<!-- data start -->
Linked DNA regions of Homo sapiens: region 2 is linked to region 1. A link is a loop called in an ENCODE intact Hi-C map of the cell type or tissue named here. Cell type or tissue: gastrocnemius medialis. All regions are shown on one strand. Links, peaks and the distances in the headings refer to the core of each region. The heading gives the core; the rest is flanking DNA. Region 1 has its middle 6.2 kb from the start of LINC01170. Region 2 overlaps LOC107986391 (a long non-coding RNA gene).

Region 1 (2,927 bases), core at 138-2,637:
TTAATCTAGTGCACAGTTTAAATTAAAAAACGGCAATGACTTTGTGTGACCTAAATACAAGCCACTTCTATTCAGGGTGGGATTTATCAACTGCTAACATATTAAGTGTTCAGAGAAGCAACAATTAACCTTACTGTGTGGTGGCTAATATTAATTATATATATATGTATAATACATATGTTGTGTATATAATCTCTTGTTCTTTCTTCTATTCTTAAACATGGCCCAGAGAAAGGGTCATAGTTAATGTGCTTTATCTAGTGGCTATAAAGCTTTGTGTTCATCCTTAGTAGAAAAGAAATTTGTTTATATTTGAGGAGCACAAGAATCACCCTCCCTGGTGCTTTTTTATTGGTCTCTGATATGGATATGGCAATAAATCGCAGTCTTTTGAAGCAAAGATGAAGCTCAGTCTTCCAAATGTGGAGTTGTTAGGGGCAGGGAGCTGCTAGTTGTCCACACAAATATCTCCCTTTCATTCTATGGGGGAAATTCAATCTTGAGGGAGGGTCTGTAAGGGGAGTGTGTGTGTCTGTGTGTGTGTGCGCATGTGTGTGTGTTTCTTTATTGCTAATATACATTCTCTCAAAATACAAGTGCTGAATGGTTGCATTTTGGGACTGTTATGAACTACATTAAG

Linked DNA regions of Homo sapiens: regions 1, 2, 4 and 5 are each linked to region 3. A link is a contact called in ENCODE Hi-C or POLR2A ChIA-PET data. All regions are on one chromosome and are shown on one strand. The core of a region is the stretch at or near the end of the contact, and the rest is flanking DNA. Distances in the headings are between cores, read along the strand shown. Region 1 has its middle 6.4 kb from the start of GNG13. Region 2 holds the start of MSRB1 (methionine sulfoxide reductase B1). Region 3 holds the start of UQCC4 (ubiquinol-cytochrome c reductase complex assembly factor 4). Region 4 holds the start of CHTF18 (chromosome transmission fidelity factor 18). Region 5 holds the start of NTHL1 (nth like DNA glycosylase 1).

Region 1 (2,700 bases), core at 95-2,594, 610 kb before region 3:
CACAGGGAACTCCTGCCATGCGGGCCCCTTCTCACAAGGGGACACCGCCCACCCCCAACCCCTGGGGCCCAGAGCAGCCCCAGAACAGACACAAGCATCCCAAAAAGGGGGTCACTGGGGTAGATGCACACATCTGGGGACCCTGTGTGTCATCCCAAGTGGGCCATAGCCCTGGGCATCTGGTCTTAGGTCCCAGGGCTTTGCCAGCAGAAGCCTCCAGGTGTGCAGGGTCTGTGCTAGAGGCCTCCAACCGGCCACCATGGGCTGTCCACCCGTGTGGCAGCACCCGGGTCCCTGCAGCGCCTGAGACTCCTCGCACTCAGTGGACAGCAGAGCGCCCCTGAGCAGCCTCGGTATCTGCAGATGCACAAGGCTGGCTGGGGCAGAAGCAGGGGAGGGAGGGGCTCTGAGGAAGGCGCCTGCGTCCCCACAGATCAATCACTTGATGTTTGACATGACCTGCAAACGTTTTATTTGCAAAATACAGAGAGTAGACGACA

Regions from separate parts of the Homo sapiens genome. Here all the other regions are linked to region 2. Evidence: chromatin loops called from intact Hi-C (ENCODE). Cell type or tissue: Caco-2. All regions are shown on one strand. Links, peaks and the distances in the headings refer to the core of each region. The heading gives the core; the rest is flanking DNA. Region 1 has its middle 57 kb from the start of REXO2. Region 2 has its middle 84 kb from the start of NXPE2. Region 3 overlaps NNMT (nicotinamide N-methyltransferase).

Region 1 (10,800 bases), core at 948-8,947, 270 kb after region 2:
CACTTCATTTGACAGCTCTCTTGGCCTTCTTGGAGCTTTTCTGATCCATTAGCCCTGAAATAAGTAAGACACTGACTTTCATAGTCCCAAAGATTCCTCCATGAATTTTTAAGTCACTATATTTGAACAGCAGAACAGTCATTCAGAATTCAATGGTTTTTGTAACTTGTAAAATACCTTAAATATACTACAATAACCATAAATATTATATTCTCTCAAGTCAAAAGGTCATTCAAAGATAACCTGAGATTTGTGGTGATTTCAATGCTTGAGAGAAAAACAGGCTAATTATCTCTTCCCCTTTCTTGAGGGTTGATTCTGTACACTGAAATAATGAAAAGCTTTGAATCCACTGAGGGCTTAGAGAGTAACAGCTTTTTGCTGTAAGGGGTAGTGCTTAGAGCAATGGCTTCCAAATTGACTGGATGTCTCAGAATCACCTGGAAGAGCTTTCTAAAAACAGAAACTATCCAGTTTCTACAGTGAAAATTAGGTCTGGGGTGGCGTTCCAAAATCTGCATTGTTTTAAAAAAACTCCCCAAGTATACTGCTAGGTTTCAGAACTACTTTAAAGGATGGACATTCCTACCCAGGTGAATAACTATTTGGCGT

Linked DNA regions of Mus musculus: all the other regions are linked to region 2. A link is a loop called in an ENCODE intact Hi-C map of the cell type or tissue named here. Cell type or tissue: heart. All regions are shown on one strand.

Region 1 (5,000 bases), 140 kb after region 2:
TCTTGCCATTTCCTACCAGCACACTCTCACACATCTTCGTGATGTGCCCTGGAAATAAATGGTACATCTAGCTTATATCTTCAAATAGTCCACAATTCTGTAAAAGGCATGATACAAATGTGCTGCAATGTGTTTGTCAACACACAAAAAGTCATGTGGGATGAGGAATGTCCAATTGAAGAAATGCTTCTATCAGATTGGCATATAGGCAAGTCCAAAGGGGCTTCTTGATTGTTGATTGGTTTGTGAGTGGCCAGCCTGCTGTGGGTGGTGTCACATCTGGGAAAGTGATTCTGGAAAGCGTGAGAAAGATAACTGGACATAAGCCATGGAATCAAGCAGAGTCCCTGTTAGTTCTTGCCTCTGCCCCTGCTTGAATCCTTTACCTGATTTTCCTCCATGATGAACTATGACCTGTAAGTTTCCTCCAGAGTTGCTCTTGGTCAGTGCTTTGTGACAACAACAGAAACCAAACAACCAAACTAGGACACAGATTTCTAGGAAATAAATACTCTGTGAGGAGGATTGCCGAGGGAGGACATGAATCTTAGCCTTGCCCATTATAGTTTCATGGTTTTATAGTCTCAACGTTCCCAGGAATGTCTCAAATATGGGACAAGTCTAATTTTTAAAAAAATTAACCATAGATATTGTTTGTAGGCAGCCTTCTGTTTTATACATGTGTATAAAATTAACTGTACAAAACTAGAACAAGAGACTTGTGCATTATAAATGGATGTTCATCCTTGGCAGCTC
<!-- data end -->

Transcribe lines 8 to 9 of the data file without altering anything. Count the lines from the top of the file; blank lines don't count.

Region 1 (10,800 bases), core at 948-8,947, 270 kb after region 2:
CACTTCATTTGACAGCTCTCTTGGCCTTCTTGGAGCTTTTCTGATCCATTAGCCCTGAAATAAGTAAGACACTGACTTTCATAGTCCCAAAGATTCCTCCATGAATTTTTAAGTCACTATATTTGAACAGCAGAACAGTCATTCAGAATTCAATGGTTTTTGTAACTTGTAAAATACCTTAAATATACTACAATAACCATAAATATTATATTCTCTCAAGTCAAAAGGTCATTCAAAGATAACCTGAGATTTGTGGTGATTTCAATGCTTGAGAGAAAAACAGGCTAATTATCTCTTCCCCTTTCTTGAGGGTTGATTCTGTACACTGAAATAATGAAAAGCTTTGAATCCACTGAGGGCTTAGAGAGTAACAGCTTTTTGCTGTAAGGGGTAGTGCTTAGAGCAATGGCTTCCAAATTGACTGGATGTCTCAGAATCACCTGGAAGAGCTTTCTAAAAACAGAAACTATCCAGTTTCTACAGTGAAAATTAGGTCTGGGGTGGCGTTCCAAAATCTGCATTGTTTTAAAAAAACTCCCCAAGTATACTGCTAGGTTTCAGAACTACTTTAAAGGATGGACATTCCTACCCAGGTGAATAACTATTTGGCGT